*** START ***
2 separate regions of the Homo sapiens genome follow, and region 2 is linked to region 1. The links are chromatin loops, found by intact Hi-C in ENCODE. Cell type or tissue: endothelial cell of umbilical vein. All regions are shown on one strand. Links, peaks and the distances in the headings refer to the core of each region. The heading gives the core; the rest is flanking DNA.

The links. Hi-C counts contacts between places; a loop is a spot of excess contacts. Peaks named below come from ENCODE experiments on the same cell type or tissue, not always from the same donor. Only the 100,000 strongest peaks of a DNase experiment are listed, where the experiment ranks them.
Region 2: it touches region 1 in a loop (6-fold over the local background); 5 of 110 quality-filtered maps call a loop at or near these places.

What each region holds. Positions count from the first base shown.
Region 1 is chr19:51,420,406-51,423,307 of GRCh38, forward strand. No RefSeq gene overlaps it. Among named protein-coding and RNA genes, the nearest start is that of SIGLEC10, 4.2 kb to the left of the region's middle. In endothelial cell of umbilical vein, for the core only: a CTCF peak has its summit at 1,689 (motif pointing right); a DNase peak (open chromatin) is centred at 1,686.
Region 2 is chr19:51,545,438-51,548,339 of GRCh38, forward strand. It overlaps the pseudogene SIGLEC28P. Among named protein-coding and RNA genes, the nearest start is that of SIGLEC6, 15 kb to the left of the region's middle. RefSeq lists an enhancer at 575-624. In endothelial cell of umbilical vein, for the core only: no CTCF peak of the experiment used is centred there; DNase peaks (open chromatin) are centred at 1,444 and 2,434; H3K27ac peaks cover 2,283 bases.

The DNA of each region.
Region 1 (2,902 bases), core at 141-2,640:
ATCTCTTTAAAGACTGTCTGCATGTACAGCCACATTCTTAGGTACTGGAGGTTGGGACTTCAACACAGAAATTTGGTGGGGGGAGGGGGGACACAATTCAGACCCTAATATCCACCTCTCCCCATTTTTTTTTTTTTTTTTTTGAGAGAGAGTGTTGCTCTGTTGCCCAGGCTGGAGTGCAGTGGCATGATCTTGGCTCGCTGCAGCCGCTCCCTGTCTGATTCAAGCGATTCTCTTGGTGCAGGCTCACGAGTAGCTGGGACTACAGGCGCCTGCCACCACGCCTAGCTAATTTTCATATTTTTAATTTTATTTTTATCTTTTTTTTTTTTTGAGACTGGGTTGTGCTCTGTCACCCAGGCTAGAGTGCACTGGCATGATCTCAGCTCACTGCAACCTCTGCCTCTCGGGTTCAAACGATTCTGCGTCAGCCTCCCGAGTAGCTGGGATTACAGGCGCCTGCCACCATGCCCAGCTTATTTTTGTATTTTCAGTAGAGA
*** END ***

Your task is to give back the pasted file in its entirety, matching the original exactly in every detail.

2 separate regions of the Homo sapiens genome follow, and region 2 is linked to region 1. The links are chromatin loops, found by intact Hi-C in ENCODE. Cell type or tissue: endothelial cell of umbilical vein. All regions are shown on one strand. Links, peaks and the distances in the headings refer to the core of each region. The heading gives the core; the rest is flanking DNA.

The links. Hi-C counts contacts between places; a loop is a spot of excess contacts. Peaks named below come from ENCODE experiments on the same cell type or tissue, not always from the same donor. Only the 100,000 strongest peaks of a DNase experiment are listed, where the experiment ranks them.
Region 2: it touches region 1 in a loop (6-fold over the local background); 5 of 110 quality-filtered maps call a loop at or near these places.

What each region holds. Positions count from the first base shown.
Region 1 is chr19:51,420,406-51,423,307 of GRCh38, forward strand. No RefSeq gene overlaps it. Among named protein-coding and RNA genes, the nearest start is that of SIGLEC10, 4.2 kb to the left of the region's middle. In endothelial cell of umbilical vein, for the core only: a CTCF peak has its summit at 1,689 (motif pointing right); a DNase peak (open chromatin) is centred at 1,686.
Region 2 is chr19:51,545,438-51,548,339 of GRCh38, forward strand. It overlaps the pseudogene SIGLEC28P. Among named protein-coding and RNA genes, the nearest start is that of SIGLEC6, 15 kb to the left of the region's middle. RefSeq lists an enhancer at 575-624. In endothelial cell of umbilical vein, for the core only: no CTCF peak of the experiment used is centred there; DNase peaks (open chromatin) are centred at 1,444 and 2,434; H3K27ac peaks cover 2,283 bases.

The DNA of each region.
Region 1 (2,902 bases), core at 141-2,640:
ATCTCTTTAAAGACTGTCTGCATGTACAGCCACATTCTTAGGTACTGGAGGTTGGGACTTCAACACAGAAATTTGGTGGGGGGAGGGGGGACACAATTCAGACCCTAATATCCACCTCTCCCCATTTTTTTTTTTTTTTTTTTGAGAGAGAGTGTTGCTCTGTTGCCCAGGCTGGAGTGCAGTGGCATGATCTTGGCTCGCTGCAGCCGCTCCCTGTCTGATTCAAGCGATTCTCTTGGTGCAGGCTCACGAGTAGCTGGGACTACAGGCGCCTGCCACCACGCCTAGCTAATTTTCATATTTTTAATTTTATTTTTATCTTTTTTTTTTTTTGAGACTGGGTTGTGCTCTGTCACCCAGGCTAGAGTGCACTGGCATGATCTCAGCTCACTGCAACCTCTGCCTCTCGGGTTCAAACGATTCTGCGTCAGCCTCCCGAGTAGCTGGGATTACAGGCGCCTGCCACCATGCCCAGCTTATTTTTGTATTTTCAGTAGAGA